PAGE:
SAFETY SOLUTIONS: Are You Ready For The New Year?
As we enter 2019, I am shocked after visiting many large manufacturing companies in 2018 and while conducting machine guarding audits and training that I find that most of these very large and well-known companies have still failed to protect their workers safety by safeguarding their machines. Many of these companies have been in operation before The Occupational Safety and Health Administration (OSHA) became law in 1970. Many of these companies have formal safety & health professionals and are paid a good salary to find these hazards and bring them to management to have them corrected but yet they walk past these obvious serious hazards.
I even had one large manufacture tell me that they did not have the money to correct over 650 machines that have potential serious amputation hazards. Yet on their website they state “Free cash flow increased by 52%, from CHF 1.9 billion to CHF 2.9 billion.” So why could they not protect their workers from being injured and they also state that they only average 31 machine amputation per year? Some of these companies were also OSHA VPP companies where all hazards must be abated but in many cases unless there is a serious injury OSHA does not come into that place of employment.
The Occupational Safety and Health Administration (OSHA) released its preliminary top 10 violations for 2018 in late October at the 2018 National Safety Council Congress & Expo .
These standards were the most frequently cited during OSHA’s fiscal year that ended September 30. According to OSHA, the list serves to increase awareness of these standards so employers can take steps to find and fix the hazards to prevent injury or illness.
Fall protection has topped the list of most-cited OSHA violations for eight years in a row, and many of the other standards continue to be in the top 10 year after year. The only new item in 2018 is eye and face protection at number 10.
1. Fall protection – general requirements
2. Hazard communication
4. Respiratory protection
7. Powered industrial trucks
8. Fall protection – training requirements
9. Machine guarding
10. Eye and face protection
While reviewing the list, it is important to remain aware that OSHA is a small agency. When tallied up to include its state partners, OSHA only has 2,100 inspectors who responsible for the health and safety of 130 million American workers, employed at more than 8 million work sites. This translates to about one compliance officer for every 59,000 workers. As a result, some serious injuries are not reported and thousands of potential violations go without citation or fines. In fact, numerous studies have shown that government counts of occupational injury are underestimated by as much as 50 percent. Employers are required to record all injuries meeting the OSHA’s “recordable injury” criteria (except minor first-aid cases) on the OSHA 300 Log, and those meeting the ‘reportable’ criteria (e.g., hospitalizations or deaths), are to be reported to OSHA immediately, or within 24 hours of occurrence, as per the criteria defined in 29 CFR 1904. But it doesn’t mean all of them do.
The absence of required machine safeguarding remains a perennial member of OSHA’s Top 10 Most Cited Violations, and 2017 was no exception. It was named number eight on the list with a total of 1,933 violations. These violations refer to OSHA 1910.212 for failing to have machines and equipment adequately guarded. Any machine part, function, or process that might cause injury should be safeguarded. When the operation of a machine may result in a contact injury to the operator or others in the area, the hazard should be removed or controlled.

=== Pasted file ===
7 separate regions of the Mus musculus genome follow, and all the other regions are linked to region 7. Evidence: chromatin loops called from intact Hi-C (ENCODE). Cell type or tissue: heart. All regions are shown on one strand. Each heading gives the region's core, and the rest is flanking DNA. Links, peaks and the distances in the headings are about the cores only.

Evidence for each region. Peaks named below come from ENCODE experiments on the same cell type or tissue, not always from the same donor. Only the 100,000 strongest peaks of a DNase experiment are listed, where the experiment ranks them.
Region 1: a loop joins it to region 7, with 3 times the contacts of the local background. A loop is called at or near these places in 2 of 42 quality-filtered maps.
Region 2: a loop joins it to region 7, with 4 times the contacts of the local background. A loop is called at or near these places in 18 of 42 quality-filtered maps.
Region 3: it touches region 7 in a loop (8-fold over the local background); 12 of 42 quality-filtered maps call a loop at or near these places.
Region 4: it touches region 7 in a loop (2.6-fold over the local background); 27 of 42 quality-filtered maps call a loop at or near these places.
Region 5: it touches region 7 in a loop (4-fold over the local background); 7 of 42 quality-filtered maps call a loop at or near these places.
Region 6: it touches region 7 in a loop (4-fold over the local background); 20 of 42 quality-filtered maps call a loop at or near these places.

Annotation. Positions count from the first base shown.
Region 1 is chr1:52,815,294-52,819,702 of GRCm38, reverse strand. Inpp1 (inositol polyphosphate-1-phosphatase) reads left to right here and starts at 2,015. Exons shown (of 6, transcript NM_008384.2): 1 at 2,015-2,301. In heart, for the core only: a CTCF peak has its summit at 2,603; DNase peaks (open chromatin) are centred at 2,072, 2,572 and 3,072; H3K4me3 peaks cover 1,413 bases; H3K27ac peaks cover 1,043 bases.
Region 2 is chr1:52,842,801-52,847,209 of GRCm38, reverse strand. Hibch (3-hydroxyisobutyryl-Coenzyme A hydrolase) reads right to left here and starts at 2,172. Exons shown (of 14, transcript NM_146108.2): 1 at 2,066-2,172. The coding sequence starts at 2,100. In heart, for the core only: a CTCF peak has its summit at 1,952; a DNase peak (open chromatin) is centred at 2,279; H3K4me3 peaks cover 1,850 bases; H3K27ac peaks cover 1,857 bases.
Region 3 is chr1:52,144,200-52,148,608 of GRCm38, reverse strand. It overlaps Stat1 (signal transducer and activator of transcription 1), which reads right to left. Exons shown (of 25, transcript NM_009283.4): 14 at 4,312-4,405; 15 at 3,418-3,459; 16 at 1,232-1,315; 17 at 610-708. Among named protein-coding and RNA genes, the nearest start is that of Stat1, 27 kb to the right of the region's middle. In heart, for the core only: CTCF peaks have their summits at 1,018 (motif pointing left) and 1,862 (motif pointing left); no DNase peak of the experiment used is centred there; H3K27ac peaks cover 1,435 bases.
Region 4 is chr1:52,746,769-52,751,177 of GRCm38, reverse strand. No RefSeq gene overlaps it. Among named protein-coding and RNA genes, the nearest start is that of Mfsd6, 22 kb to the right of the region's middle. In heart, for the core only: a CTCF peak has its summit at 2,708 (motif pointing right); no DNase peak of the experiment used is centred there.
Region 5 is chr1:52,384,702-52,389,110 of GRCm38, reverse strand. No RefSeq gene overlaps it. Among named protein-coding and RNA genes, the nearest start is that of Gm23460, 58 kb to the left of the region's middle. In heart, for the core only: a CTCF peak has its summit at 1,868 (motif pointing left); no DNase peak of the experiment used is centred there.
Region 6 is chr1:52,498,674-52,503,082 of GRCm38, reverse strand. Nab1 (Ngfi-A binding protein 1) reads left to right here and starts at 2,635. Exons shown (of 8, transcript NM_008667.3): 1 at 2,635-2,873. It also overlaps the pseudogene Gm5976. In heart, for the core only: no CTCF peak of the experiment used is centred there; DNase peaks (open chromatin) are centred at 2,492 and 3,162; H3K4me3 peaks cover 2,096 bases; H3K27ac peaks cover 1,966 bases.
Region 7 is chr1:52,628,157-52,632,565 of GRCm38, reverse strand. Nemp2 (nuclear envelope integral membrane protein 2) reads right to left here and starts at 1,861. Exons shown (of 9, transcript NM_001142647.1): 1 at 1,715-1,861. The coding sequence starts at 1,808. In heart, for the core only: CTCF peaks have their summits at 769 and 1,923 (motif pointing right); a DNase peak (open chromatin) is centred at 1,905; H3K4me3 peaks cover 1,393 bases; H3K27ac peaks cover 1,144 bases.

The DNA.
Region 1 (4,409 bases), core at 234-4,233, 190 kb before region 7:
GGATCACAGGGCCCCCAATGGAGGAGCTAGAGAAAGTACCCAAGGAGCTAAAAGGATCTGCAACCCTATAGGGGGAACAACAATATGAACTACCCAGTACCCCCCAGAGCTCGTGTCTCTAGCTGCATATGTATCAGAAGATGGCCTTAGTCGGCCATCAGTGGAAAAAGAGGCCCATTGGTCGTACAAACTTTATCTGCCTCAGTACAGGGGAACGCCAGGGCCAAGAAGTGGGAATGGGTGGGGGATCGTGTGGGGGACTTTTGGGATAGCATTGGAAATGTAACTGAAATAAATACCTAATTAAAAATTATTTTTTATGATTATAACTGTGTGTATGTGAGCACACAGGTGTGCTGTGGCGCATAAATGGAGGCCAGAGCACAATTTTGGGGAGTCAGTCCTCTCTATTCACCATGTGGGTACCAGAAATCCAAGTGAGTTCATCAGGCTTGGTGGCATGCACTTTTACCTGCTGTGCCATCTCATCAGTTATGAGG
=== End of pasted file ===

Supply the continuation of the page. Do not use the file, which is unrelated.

The repercussions for employers putting workers in harm’s way remain small under the 1970 Occupational Safety and Health Act. The average federal fine for a serious workplace safety violation was $2,402 in fiscal year 2016, according to the most recent report by the AFL-CIO. And the median penalty for killing a worker was $6,500.
According to the most recent Bureau of Labor Statistics data, manufacturing plants reported approximately 2,000 accidents that led to workers suffering crushed fingers or hands, or had a limb amputated in machine-related accidents. The bulk of these accidents occurred while removing jammed objects from a machine, cleaning or repairing the machine, or performing basic maintenance. These injuries were all largely preventable by following basic machine safeguarding precautions.
Training & Education
Ignorantia juris non excusat (“ignorance of the law excuses not”). Recognizing that education is key to safety, Podojil & Associates, Inc. has offered its Machine Safeguarding Seminars for more than four decades. The International Association of Safety, Health & Environmental Professionals (IASHEP) www.iashep.org also offers both Certified Machine Safeguarding Specialist classroom training and also online education for these subjects.
If your organization is interested in safeguarding solutions, consider a Machine Risk Assessment or Machine Safeguarding Assessment as the critical first step in any machine guarding process as outlined in ANSI B11. Should you have any questions on Machine Safeguarding, Podojil & Associates has been safeguarding machinery for over 40 years. We are one of the oldest and most well-established safety, health & environmental consulting companies in the United States.
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